by State Representative Joe Gresko (121st District)
I am pleased to report that the Biden Administration and the U.S. Department of Agriculture (USDA) have approved a significant and permanent increase in the amount of food stamp assistance (Supplemental Nutrition Assistance Program SNAP) available to families in need.
The pandemic further confirmed what activists have been saying all along: inadequate assistance from the Supplemental Nutrition Assistance Program (SNAP) forced many households to simply go hungry as the funds dwindled toward the end of the month.
Starting in October, SNAP benefits will rise an average of 25 percent—a permanent change that will benefit our nation’s 42 million SNAP beneficiaries. As a result, the average SNAP benefit – excluding additional funds provided as part of pandemic relief – will increase by $36.24 per person, per month, beginning October 1, 2021.
This additional assistance will help individuals and families maintain a healthy diet and keep food on the table both during and after these uncertain times.
Connecticut’s SNAP program, including information on how to apply for food assistance follows:
Eligibility: Income Limits
To receive SNAP benefits in Connecticut, household income and other resources have to be under certain limits and are reviewed. For some households, there is also an asset limit.
Table 1: SNAP Income Eligibility Limits – Oct. 1, 2020, through Sept. 30, 2021
Household Size Gross monthly income
(130 percent of poverty) Net monthly income
(100 percent of poverty)
1 $1,383 $1,064
2 $1,868 $1,437
3 $2,353 $1,810
4 $2,839 $2,184
5 $3,324 $2,557
6 $3,809 $2,930
7 $4,295 $3,304
8 $4,780 $3,677
Each additional member +$486 +$374
The gross income limit does not apply to households in which at least one person is 60 years of age or older, or receives disability income. However, all households are subject to a monthly net income limit. The net income limit is equal to the current Federal Poverty Level and is the amount left over after certain deductions are allowed. These deductions are established by the USDA Food and Nutrition Service. Details can be found on their website at: http://www.fns.usda.gov/SNAP/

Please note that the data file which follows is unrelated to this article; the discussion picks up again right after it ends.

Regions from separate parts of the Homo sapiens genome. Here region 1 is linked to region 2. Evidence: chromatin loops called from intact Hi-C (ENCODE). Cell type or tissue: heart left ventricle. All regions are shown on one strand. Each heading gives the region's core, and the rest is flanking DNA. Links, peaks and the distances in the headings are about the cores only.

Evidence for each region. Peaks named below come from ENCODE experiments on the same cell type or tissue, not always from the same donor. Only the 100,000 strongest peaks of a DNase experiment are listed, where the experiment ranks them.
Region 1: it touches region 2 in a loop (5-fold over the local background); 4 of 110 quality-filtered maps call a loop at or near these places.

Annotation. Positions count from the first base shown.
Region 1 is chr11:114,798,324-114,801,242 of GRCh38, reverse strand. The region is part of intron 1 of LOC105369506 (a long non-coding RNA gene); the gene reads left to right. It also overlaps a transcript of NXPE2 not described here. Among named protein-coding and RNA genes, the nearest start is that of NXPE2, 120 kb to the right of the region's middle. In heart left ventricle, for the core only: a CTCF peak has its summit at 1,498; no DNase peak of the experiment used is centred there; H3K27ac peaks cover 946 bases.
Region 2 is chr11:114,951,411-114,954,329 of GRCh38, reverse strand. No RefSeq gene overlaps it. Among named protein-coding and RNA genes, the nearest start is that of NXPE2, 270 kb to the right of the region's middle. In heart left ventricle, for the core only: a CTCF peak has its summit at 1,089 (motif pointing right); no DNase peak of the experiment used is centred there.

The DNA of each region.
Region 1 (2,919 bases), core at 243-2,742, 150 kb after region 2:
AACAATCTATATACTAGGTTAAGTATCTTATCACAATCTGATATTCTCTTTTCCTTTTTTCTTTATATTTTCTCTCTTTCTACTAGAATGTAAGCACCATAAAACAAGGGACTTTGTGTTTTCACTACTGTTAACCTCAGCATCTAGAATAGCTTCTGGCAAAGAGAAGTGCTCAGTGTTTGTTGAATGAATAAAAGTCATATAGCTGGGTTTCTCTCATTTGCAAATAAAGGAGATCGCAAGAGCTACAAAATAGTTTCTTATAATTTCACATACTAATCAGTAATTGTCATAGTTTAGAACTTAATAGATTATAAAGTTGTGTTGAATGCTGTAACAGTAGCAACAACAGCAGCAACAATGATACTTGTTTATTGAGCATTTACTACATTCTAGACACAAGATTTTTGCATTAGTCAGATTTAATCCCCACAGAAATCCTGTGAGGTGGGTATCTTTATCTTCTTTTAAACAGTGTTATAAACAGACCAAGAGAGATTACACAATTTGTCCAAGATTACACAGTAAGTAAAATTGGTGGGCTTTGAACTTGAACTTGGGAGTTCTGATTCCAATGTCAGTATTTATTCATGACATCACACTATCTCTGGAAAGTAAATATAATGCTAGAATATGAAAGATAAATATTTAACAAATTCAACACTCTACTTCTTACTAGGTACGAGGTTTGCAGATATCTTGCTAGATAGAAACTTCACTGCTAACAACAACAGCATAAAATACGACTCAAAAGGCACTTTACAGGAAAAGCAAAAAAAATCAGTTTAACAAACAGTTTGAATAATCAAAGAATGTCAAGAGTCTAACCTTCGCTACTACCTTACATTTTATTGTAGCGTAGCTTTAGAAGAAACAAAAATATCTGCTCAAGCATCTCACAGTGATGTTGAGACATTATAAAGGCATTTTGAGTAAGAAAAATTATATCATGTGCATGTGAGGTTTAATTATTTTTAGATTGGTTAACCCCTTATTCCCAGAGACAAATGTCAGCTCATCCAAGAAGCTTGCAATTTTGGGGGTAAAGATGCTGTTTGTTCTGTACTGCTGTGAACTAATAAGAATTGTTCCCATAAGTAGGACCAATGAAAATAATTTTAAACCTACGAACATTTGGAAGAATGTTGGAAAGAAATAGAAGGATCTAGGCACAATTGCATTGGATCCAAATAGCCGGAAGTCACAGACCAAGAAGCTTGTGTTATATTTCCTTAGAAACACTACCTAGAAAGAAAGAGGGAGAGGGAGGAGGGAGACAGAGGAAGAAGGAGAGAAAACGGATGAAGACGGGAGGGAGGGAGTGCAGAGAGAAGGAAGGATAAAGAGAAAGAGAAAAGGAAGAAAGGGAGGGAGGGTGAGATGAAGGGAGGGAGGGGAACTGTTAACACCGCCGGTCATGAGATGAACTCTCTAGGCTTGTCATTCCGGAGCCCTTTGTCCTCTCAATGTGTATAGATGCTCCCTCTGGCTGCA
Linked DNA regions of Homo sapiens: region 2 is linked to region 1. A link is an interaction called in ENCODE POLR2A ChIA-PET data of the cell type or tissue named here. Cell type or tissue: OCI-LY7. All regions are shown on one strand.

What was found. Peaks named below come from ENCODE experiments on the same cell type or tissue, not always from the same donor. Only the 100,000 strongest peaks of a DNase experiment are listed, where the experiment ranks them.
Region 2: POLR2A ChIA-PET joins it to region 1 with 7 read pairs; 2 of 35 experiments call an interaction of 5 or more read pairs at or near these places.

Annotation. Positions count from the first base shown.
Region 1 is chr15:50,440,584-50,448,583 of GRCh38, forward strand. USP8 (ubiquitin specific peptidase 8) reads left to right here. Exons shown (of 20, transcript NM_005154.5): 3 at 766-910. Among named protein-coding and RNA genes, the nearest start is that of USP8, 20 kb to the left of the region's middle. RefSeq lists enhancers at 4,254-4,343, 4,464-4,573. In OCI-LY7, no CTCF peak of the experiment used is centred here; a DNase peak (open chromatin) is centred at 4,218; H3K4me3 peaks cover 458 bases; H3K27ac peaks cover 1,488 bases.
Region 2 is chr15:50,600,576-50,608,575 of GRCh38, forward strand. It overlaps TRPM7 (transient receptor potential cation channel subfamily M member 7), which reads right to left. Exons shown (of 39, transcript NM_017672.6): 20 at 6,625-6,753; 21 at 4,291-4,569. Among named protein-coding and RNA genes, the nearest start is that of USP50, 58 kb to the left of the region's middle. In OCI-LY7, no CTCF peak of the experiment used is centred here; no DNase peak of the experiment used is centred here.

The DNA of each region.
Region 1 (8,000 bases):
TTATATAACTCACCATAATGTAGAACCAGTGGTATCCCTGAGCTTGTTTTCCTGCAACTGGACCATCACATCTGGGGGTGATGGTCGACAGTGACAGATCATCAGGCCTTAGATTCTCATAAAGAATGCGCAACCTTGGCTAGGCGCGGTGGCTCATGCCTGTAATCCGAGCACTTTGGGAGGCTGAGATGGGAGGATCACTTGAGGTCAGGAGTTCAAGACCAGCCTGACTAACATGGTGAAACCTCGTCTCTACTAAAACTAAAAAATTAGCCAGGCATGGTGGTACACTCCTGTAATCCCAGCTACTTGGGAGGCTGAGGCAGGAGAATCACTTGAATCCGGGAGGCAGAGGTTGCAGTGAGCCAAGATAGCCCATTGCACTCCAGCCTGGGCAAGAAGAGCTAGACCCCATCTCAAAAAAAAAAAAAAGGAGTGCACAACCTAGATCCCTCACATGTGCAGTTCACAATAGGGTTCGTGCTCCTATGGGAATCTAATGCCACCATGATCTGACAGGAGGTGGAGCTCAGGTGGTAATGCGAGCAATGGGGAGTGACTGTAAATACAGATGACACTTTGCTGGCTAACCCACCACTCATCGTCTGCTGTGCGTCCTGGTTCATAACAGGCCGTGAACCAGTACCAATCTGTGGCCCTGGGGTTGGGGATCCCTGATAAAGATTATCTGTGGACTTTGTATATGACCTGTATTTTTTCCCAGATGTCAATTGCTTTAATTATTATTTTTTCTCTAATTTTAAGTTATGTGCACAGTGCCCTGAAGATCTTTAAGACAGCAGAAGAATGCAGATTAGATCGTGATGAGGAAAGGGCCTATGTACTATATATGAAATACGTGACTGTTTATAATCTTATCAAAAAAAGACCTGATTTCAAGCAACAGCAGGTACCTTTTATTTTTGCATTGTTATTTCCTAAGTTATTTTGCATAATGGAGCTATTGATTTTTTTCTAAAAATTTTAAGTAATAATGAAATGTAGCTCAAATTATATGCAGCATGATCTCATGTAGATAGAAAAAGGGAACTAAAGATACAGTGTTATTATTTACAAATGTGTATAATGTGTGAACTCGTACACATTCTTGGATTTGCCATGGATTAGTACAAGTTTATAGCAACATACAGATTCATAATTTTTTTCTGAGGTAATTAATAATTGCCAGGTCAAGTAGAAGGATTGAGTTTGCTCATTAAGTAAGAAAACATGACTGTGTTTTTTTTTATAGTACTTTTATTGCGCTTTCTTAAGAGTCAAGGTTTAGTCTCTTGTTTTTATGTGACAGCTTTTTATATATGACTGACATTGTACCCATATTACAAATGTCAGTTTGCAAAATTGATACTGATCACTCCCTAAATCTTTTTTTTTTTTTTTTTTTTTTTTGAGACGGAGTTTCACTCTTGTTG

There is no asset limit EXCEPT for households whose gross income is more than 185% of the Federal Poverty Level. For those households, total assets including cash, savings accounts, stocks and bonds cannot be more than $3500. We do not include the home the client lives in as an asset, nor do we put a lien on the home. We also do not count vehicles or retirement accounts, such as IRAs. Again, these asset limits only apply to households whose gross income is more than 185% of the Federal Poverty Level.
A “household” is all the people who live together and buy and prepare food together. Once a household meets the eligibility requirements, we calculate the amount of the household’s SNAP benefit based on the household’s income and certain allowable deductions for shelter, dependent care expenses, medical costs and child support payments to others outside the household. Shelter costs are rent and mortgage payments, heating or cooling not included in rent, and utility and monthly telephone services charges.
SNAP Benefit Amounts
The recently passed Consolidated Appropriations Act of 2021 increased the maximum and minimum SNAP allotments households are eligible to receive. This increase is in effect from January 1, 2021 – June 30, 2021. The maximum SNAP benefit amounts are listed in the table below.
For a household of: The maximum SNAP benefit is:
1 $234 monthly
2 $430 monthly
3 $616 monthly
4 $782 monthly
5 $929 monthly
6 $1,114 monthly
7 $1,232 monthly
For more information about income limits and benefit amounts for households of 8 or more, or for any other information about SNAP, please call 1-855-626-6632.
As always, please feel free to reach out to me at the Capitol at 800-842-8267 or email me at Joseph.Gresko@cga.ct.gov.